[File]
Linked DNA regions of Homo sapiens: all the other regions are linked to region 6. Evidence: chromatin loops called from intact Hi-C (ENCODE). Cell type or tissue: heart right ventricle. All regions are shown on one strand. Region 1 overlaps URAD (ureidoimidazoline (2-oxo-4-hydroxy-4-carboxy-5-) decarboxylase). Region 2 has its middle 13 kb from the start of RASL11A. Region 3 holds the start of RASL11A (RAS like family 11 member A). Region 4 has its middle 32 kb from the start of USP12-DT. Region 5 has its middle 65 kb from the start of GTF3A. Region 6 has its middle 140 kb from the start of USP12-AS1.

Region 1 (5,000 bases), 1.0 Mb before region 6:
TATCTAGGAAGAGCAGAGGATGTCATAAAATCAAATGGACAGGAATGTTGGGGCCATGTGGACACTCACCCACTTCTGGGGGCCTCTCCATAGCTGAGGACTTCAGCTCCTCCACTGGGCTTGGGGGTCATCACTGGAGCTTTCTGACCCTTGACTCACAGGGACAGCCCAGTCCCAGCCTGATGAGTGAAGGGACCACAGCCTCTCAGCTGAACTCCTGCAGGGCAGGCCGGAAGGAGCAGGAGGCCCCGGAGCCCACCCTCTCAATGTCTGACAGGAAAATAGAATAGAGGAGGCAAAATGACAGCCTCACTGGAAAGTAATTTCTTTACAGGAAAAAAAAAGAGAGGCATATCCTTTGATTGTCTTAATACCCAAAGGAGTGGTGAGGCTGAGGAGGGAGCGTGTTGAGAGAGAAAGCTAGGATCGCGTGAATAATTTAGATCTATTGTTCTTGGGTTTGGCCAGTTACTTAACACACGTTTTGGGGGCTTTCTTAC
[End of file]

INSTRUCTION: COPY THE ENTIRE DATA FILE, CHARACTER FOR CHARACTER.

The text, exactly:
Linked DNA regions of Homo sapiens: all the other regions are linked to region 6. Evidence: chromatin loops called from intact Hi-C (ENCODE). Cell type or tissue: heart right ventricle. All regions are shown on one strand. Region 1 overlaps URAD (ureidoimidazoline (2-oxo-4-hydroxy-4-carboxy-5-) decarboxylase). Region 2 has its middle 13 kb from the start of RASL11A. Region 3 holds the start of RASL11A (RAS like family 11 member A). Region 4 has its middle 32 kb from the start of USP12-DT. Region 5 has its middle 65 kb from the start of GTF3A. Region 6 has its middle 140 kb from the start of USP12-AS1.

Region 1 (5,000 bases), 1.0 Mb before region 6:
TATCTAGGAAGAGCAGAGGATGTCATAAAATCAAATGGACAGGAATGTTGGGGCCATGTGGACACTCACCCACTTCTGGGGGCCTCTCCATAGCTGAGGACTTCAGCTCCTCCACTGGGCTTGGGGGTCATCACTGGAGCTTTCTGACCCTTGACTCACAGGGACAGCCCAGTCCCAGCCTGATGAGTGAAGGGACCACAGCCTCTCAGCTGAACTCCTGCAGGGCAGGCCGGAAGGAGCAGGAGGCCCCGGAGCCCACCCTCTCAATGTCTGACAGGAAAATAGAATAGAGGAGGCAAAATGACAGCCTCACTGGAAAGTAATTTCTTTACAGGAAAAAAAAAGAGAGGCATATCCTTTGATTGTCTTAATACCCAAAGGAGTGGTGAGGCTGAGGAGGGAGCGTGTTGAGAGAGAAAGCTAGGATCGCGTGAATAATTTAGATCTATTGTTCTTGGGTTTGGCCAGTTACTTAACACACGTTTTGGGGGCTTTCTTAC